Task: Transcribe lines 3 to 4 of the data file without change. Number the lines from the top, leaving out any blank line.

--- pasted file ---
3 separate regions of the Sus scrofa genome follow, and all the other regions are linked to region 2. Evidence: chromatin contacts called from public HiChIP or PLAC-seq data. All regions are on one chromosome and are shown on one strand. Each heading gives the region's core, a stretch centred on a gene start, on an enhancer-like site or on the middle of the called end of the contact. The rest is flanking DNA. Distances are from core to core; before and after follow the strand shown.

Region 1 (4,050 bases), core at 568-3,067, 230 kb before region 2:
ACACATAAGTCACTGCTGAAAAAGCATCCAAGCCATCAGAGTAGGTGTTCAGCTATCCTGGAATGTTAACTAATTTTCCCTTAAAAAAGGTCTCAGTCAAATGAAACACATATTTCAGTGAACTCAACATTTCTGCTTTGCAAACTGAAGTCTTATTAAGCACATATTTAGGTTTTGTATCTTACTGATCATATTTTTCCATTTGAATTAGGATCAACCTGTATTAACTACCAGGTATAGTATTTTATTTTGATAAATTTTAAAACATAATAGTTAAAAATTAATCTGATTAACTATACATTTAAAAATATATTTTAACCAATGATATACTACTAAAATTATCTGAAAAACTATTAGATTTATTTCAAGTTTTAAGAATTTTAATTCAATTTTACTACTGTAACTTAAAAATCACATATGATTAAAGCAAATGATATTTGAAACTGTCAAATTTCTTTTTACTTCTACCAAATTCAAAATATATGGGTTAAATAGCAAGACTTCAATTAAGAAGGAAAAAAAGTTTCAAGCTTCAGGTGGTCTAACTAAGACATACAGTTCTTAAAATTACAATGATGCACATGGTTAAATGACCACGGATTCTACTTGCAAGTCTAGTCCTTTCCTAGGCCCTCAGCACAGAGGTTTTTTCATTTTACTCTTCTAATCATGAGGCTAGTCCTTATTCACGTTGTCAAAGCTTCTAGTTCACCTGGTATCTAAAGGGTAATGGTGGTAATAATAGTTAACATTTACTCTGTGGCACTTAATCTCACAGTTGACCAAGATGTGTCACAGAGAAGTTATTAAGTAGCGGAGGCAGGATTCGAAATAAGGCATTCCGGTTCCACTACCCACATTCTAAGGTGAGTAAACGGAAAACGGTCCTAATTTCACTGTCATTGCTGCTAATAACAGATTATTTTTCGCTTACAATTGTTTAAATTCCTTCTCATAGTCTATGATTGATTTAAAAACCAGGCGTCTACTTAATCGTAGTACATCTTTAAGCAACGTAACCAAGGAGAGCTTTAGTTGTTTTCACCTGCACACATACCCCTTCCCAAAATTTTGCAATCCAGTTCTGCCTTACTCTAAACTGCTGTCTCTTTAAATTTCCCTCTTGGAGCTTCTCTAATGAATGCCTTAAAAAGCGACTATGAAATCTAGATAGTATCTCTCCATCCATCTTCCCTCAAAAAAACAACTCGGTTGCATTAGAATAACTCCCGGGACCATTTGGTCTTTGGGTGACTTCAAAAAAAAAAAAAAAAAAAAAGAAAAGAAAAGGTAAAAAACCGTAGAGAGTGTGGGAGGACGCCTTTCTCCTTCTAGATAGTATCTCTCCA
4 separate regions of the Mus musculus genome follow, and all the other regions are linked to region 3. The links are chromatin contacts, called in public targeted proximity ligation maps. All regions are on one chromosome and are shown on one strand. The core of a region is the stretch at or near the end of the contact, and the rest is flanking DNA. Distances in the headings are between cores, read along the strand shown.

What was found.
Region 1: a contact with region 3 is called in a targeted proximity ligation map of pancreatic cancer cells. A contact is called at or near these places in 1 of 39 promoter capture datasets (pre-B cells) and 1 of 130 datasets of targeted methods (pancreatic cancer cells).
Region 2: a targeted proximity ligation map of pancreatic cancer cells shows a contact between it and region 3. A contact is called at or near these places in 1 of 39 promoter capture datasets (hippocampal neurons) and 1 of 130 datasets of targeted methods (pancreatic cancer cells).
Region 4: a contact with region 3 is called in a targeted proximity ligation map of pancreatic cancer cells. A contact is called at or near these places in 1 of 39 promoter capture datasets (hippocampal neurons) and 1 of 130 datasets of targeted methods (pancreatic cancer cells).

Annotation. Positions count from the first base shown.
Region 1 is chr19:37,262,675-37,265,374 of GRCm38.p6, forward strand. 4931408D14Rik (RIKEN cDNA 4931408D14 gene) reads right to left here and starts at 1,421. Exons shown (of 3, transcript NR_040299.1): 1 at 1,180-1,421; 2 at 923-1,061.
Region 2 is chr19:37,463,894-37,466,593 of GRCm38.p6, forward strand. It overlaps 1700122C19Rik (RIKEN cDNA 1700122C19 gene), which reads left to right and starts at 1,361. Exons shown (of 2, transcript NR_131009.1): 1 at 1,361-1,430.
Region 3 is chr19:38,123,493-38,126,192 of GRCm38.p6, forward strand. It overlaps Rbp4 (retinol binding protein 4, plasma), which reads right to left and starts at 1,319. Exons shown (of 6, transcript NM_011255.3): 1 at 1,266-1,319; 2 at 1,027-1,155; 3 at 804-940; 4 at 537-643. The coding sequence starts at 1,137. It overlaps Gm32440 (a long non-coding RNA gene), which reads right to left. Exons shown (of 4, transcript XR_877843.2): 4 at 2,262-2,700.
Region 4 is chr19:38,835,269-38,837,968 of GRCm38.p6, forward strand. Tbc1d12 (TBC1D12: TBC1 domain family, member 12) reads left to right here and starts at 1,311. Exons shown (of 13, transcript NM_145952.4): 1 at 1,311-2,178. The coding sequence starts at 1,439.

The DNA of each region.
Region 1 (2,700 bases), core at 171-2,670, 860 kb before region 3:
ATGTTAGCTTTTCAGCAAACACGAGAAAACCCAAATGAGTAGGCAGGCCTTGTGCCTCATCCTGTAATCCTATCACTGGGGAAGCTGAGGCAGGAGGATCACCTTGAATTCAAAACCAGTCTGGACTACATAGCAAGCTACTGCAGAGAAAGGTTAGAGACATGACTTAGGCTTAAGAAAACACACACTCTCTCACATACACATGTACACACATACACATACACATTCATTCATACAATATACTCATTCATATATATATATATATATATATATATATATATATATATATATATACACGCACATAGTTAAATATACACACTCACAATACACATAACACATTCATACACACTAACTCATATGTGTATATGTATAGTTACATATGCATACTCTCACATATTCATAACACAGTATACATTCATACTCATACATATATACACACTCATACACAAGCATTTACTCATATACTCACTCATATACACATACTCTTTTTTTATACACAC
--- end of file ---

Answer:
ACACATAAGTCACTGCTGAAAAAGCATCCAAGCCATCAGAGTAGGTGTTCAGCTATCCTGGAATGTTAACTAATTTTCCCTTAAAAAAGGTCTCAGTCAAATGAAACACATATTTCAGTGAACTCAACATTTCTGCTTTGCAAACTGAAGTCTTATTAAGCACATATTTAGGTTTTGTATCTTACTGATCATATTTTTCCATTTGAATTAGGATCAACCTGTATTAACTACCAGGTATAGTATTTTATTTTGATAAATTTTAAAACATAATAGTTAAAAATTAATCTGATTAACTATACATTTAAAAATATATTTTAACCAATGATATACTACTAAAATTATCTGAAAAACTATTAGATTTATTTCAAGTTTTAAGAATTTTAATTCAATTTTACTACTGTAACTTAAAAATCACATATGATTAAAGCAAATGATATTTGAAACTGTCAAATTTCTTTTTACTTCTACCAAATTCAAAATATATGGGTTAAATAGCAAGACTTCAATTAAGAAGGAAAAAAAGTTTCAAGCTTCAGGTGGTCTAACTAAGACATACAGTTCTTAAAATTACAATGATGCACATGGTTAAATGACCACGGATTCTACTTGCAAGTCTAGTCCTTTCCTAGGCCCTCAGCACAGAGGTTTTTTCATTTTACTCTTCTAATCATGAGGCTAGTCCTTATTCACGTTGTCAAAGCTTCTAGTTCACCTGGTATCTAAAGGGTAATGGTGGTAATAATAGTTAACATTTACTCTGTGGCACTTAATCTCACAGTTGACCAAGATGTGTCACAGAGAAGTTATTAAGTAGCGGAGGCAGGATTCGAAATAAGGCATTCCGGTTCCACTACCCACATTCTAAGGTGAGTAAACGGAAAACGGTCCTAATTTCACTGTCATTGCTGCTAATAACAGATTATTTTTCGCTTACAATTGTTTAAATTCCTTCTCATAGTCTATGATTGATTTAAAAACCAGGCGTCTACTTAATCGTAGTACATCTTTAAGCAACGTAACCAAGGAGAGCTTTAGTTGTTTTCACCTGCACACATACCCCTTCCCAAAATTTTGCAATCCAGTTCTGCCTTACTCTAAACTGCTGTCTCTTTAAATTTCCCTCTTGGAGCTTCTCTAATGAATGCCTTAAAAAGCGACTATGAAATCTAGATAGTATCTCTCCATCCATCTTCCCTCAAAAAAACAACTCGGTTGCATTAGAATAACTCCCGGGACCATTTGGTCTTTGGGTGACTTCAAAAAAAAAAAAAAAAAAAAAGAAAAGAAAAGGTAAAAAACCGTAGAGAGTGTGGGAGGACGCCTTTCTCCTTCTAGATAGTATCTCTCCA
4 separate regions of the Mus musculus genome follow, and all the other regions are linked to region 3. The links are chromatin contacts, called in public targeted proximity ligation maps. All regions are on one chromosome and are shown on one strand. The core of a region is the stretch at or near the end of the contact, and the rest is flanking DNA. Distances in the headings are between cores, read along the strand shown.